Regents updated on economic development efforts, STEM enrollment
Main Page Content
The University of Iowa has increased significantly its already prominent role in helping to strengthen the state’s economy in the past year, Dan Reed, UI vice president for research and economic development, told the Board of Regents, State of Iowa, on Wednesday.
Additionally on Wednesday, regents were informed that the UI saw an increase in the number of undergraduate students enrolled in science, technology, engineering, and mathematics (STEM) fields in 2012-13 academic year.
In a presentation, Reed presented a list of economic and entrepreneurial success stories out of the university, including initiatives to make for safer cars, better heart surgery, and improved manufacturing.
“From advanced manufacturing through biotechnology to information technology, competitive advantage accrues to those regions that arm their citizens, institutions, and businesses with state-of-the-art technical skills and information assets, we want to partner with businesses and communities across the state to create these economic advantages,” Reed says.
Reed noted that the university received more than $400 million in research funding last year, with those activities employing more than 6,000 people statewide and leading to more than 100 invention disclosures. He said he's especially pleased to report that industry funding is up 7 percent in fiscal 2013.
The UI Research Park hosts 33 companies and more than 1,100 employees, and is being expanded to include lots for 14 new businesses and a STEM education cooperative with Kirkwood Community College.
The UI has partnered with Kirkwood and the Grant Wood Area Educational Agency to build a 100,000 square-foot facility at the UI Research Park in Coralville to stimulate interest in STEM fields for pupils from kindergarten through high school. That facility is scheduled to open by fall 2015.
The university also maintains programs that develop new businesses and entrepreneurs by providing incubator space and professional support. The university launched a series of venture schools that helps entrepreneurs manage and develop their businesses, and with Kirkwood, launched boot camps to help provide information technology training. These efforts helped 170 Iowa entrepreneurs, Reed says.
The university also received part of a $70 million grant from the Department of Defense to increase the competitiveness of Iowa’s advanced manufacturers, and the UI Public Policy Center received three grants from Toyota totaling $17.2 million to fund automotive safety research and education.
The university has also provided millions of dollars to start-up companies that commercialize research discoveries made at the university. These come in the form of gap funding, business and technical advice and training, and innovation competitions, such as elevator pitch, business plan, and business model competitions. Among the companies to benefit from these programs:
- Iowa Approach Inc., which has received more than $170,000 from the university and mentoring from UI’s John Pappajohn Entrepreneurial Center (JPEC) to develop a new catheter-based system for irregular heartbeat ablation;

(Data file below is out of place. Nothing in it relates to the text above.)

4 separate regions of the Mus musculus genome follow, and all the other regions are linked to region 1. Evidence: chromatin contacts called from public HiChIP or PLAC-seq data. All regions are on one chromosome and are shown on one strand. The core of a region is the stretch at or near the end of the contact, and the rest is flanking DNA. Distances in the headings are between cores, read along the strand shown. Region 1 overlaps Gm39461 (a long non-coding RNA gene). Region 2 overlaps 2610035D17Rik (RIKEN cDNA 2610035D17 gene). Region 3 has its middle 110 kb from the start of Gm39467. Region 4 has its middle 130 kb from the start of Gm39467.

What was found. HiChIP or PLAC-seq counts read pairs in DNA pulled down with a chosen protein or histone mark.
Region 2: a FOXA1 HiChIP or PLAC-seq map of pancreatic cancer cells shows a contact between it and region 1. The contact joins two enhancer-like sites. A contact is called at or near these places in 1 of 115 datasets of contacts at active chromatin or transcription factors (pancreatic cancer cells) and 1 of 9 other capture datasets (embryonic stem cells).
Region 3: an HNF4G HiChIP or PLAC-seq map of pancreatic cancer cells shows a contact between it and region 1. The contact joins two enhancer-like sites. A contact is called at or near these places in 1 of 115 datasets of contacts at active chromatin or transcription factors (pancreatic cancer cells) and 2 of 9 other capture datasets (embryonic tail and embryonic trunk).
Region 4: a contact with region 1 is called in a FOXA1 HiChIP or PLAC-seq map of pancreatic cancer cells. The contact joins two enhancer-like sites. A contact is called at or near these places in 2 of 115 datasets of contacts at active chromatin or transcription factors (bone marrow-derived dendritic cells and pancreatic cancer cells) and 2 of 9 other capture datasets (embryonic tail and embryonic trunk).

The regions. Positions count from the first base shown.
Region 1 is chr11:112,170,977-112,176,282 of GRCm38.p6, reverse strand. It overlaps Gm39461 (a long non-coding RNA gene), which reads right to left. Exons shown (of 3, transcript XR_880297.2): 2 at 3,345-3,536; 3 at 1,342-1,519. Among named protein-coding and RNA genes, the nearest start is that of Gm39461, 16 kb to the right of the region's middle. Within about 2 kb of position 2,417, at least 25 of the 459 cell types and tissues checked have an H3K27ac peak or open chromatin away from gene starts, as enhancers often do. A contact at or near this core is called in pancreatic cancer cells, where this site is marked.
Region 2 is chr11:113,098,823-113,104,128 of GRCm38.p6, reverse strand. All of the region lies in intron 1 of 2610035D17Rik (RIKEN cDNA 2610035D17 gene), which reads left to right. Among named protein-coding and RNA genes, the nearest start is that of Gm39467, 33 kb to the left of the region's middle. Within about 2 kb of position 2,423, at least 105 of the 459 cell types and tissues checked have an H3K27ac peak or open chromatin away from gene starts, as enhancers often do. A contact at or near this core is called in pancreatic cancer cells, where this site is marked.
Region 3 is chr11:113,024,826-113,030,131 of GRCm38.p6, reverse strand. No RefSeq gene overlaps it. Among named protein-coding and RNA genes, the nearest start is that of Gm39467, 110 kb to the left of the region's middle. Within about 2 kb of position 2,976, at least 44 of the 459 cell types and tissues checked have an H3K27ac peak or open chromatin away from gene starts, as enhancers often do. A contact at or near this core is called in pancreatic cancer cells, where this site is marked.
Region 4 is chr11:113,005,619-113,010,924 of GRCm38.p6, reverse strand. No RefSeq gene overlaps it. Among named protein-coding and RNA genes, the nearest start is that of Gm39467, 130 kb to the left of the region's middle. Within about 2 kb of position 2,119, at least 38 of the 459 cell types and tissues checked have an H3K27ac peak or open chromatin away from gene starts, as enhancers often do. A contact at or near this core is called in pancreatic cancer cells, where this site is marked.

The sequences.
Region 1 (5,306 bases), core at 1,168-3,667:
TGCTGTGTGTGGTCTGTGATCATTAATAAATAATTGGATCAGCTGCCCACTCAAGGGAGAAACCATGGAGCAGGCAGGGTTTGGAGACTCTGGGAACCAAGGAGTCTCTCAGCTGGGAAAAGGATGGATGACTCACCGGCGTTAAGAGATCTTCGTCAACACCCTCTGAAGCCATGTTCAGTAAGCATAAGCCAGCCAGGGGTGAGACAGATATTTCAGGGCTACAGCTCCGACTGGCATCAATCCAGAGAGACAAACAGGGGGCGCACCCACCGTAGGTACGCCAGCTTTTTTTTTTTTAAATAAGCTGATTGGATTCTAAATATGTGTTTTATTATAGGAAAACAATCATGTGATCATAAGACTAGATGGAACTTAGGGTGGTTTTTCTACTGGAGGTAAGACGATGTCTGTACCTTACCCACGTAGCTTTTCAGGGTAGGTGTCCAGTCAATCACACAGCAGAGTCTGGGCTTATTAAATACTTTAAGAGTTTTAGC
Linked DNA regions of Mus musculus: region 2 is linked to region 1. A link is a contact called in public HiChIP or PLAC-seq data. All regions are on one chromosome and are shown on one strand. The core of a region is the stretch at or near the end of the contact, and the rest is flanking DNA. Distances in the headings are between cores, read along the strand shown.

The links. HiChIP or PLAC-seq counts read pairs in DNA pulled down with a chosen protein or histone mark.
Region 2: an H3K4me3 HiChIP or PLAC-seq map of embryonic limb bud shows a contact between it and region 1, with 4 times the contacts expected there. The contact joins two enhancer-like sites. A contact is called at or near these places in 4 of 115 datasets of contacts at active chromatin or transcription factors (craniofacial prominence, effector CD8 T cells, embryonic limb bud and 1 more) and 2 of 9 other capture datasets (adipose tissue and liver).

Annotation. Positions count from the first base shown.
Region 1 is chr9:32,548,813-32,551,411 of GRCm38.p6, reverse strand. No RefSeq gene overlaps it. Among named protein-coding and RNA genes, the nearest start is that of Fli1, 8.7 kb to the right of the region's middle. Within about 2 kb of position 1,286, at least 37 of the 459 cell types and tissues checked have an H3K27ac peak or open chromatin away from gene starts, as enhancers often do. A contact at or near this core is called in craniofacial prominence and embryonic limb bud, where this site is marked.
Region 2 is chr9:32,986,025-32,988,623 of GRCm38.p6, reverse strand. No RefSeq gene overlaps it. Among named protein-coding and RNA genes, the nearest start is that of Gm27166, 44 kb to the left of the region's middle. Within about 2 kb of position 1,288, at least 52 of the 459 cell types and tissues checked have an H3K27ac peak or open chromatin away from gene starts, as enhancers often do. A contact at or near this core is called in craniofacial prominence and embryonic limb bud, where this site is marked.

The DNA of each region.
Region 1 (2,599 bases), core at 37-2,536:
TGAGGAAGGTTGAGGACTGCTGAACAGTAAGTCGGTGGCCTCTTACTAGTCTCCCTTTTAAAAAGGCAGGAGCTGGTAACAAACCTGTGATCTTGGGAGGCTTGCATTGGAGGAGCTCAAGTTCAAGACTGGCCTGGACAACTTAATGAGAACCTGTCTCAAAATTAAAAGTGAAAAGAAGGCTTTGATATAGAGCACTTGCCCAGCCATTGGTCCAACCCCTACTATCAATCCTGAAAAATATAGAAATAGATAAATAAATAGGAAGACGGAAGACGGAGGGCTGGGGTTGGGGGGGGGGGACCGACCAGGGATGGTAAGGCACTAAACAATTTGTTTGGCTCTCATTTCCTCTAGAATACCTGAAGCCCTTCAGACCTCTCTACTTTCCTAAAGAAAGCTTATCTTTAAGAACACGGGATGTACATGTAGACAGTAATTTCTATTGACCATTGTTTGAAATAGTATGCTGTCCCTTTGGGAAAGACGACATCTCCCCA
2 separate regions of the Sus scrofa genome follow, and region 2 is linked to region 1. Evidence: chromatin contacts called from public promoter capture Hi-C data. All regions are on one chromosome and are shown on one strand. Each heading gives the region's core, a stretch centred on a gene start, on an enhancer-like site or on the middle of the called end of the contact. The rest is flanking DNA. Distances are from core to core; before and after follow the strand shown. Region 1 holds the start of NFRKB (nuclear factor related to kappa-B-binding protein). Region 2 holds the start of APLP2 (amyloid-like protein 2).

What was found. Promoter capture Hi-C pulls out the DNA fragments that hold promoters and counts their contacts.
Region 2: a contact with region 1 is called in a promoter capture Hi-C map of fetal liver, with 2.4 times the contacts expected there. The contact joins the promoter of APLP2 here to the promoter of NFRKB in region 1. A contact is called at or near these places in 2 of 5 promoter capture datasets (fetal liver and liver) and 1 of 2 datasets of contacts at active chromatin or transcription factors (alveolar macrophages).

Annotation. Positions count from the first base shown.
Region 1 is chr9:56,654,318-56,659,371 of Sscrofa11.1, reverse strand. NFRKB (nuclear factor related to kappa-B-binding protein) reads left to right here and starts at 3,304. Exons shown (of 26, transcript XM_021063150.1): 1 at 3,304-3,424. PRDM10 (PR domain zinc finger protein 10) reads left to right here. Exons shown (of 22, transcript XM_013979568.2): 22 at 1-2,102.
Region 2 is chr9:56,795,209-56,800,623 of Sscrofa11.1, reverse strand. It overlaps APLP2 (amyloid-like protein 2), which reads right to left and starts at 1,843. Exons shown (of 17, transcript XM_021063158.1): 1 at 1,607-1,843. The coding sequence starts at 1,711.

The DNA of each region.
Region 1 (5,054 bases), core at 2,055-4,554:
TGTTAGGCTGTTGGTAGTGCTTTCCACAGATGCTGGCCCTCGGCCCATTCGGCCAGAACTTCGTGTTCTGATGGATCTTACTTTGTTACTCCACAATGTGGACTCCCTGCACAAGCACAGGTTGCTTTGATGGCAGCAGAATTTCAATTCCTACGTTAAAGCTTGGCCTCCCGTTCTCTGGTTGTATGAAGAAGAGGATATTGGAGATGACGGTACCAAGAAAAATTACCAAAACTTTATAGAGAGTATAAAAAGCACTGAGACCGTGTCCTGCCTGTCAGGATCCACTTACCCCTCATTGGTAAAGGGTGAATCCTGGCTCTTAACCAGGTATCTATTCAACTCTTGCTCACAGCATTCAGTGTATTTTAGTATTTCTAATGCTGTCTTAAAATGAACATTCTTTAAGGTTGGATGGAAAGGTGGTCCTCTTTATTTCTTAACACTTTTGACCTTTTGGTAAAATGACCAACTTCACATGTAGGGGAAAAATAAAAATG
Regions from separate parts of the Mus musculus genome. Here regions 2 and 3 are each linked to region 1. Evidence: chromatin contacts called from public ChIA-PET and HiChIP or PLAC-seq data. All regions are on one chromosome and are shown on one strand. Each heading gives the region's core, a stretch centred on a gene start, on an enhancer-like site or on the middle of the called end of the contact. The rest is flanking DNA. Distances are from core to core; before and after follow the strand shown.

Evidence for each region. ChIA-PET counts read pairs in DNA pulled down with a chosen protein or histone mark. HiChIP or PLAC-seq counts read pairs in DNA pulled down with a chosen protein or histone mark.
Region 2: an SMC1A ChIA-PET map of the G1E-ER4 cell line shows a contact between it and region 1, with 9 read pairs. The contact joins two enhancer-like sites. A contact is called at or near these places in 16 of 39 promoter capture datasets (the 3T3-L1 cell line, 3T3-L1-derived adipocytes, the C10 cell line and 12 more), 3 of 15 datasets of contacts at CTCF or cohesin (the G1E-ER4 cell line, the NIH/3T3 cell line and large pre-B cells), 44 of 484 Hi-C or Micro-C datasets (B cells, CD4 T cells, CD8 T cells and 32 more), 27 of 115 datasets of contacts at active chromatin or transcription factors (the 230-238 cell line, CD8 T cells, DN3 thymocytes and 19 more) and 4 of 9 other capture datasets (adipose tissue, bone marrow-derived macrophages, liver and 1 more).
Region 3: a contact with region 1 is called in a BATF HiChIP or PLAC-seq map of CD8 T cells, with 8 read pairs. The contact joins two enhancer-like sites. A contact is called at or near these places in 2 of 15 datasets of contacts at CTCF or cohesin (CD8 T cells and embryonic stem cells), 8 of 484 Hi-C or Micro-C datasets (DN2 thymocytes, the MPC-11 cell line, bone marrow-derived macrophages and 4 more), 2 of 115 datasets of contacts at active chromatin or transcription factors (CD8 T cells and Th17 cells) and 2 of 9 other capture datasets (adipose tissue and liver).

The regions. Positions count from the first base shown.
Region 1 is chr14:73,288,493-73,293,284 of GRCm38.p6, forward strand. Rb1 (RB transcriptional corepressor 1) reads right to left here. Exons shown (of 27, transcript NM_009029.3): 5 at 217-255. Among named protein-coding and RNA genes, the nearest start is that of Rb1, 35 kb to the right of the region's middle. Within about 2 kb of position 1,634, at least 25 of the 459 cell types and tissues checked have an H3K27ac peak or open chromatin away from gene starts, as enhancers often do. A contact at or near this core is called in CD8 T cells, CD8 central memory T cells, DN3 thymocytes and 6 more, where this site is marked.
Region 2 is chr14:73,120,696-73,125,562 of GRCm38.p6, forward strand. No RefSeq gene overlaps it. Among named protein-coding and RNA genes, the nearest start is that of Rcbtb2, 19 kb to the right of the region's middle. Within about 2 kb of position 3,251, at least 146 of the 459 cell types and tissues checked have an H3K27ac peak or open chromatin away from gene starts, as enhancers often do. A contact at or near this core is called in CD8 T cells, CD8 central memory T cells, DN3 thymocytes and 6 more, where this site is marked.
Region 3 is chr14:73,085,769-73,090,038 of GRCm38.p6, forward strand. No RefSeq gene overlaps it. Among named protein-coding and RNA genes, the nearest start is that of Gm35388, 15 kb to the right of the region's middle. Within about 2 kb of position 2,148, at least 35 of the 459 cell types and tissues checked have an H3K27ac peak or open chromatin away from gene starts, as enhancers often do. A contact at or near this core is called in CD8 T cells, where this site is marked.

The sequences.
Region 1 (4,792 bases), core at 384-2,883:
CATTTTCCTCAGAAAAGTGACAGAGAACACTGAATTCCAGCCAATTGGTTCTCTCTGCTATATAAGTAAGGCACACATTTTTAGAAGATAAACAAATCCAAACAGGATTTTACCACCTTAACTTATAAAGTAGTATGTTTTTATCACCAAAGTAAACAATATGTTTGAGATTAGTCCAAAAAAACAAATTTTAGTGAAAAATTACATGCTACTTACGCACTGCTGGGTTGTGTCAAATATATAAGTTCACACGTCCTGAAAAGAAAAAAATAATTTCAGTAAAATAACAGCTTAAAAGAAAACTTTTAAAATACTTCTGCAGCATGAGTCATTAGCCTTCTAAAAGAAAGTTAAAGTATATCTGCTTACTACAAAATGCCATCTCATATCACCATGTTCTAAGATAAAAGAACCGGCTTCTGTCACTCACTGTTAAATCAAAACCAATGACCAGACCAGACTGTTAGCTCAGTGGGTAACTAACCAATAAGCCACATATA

- Iowa Adaptive Technologies, Inc., which received start-up funds, gap funding and other support from other university resources;
- Higher Learning Technologies, which received $118,000 in funding and JPEC mentoring.
Reed says he and other economic development officials from the university spent many hours meeting with local officials around the state and found a hunger for discovery and innovation and a desire for more collaboration with the university. In particular, he says leaders pointed out challenges relating to worker training, talent recruiting and retention, and lack of access to early-state capital as top concerns.
As a result of feedback from those trips, he says his office will open engagement centers around the state to help local leaders with economic development issues and provide business management mentoring for local entrepreneurs. The centers will work with businesses, economic development groups and community colleges to solve tangible and specific economic problems and to address specific skills shortages. Each center will leverage local expertise and existing facilities to target both statewide needs and regional opportunities.
“The commitment of the University of Iowa is that we will be a robust and engaged partner with government and with the private sector to translate research into concrete economic value,” says Reed.
The STEM enrollment numbers, shared during the Board of Regents Education and Student Affairs Committee meeting Wednesday, were discussed along with the Annual Report of Student Retention and Graduation Rates [Related: UI four-year grad rate surpasses 50 percent.]
At the UI, more than 5,000 undergraduates chose so-called STEM fields last year, up 15.9 percent in 2012-13, compared with 2011-12. The rise was especially noteworthy among minority students: African-American student enrollment was up 22.7 percent in academic 2013, Hispanic student STEM enrollment was up 23.7 percent, and Asian-American enrollment was up 7.7 percent.
STEM enrollment for undergraduates who claimed two or more races was up 96.1 percent.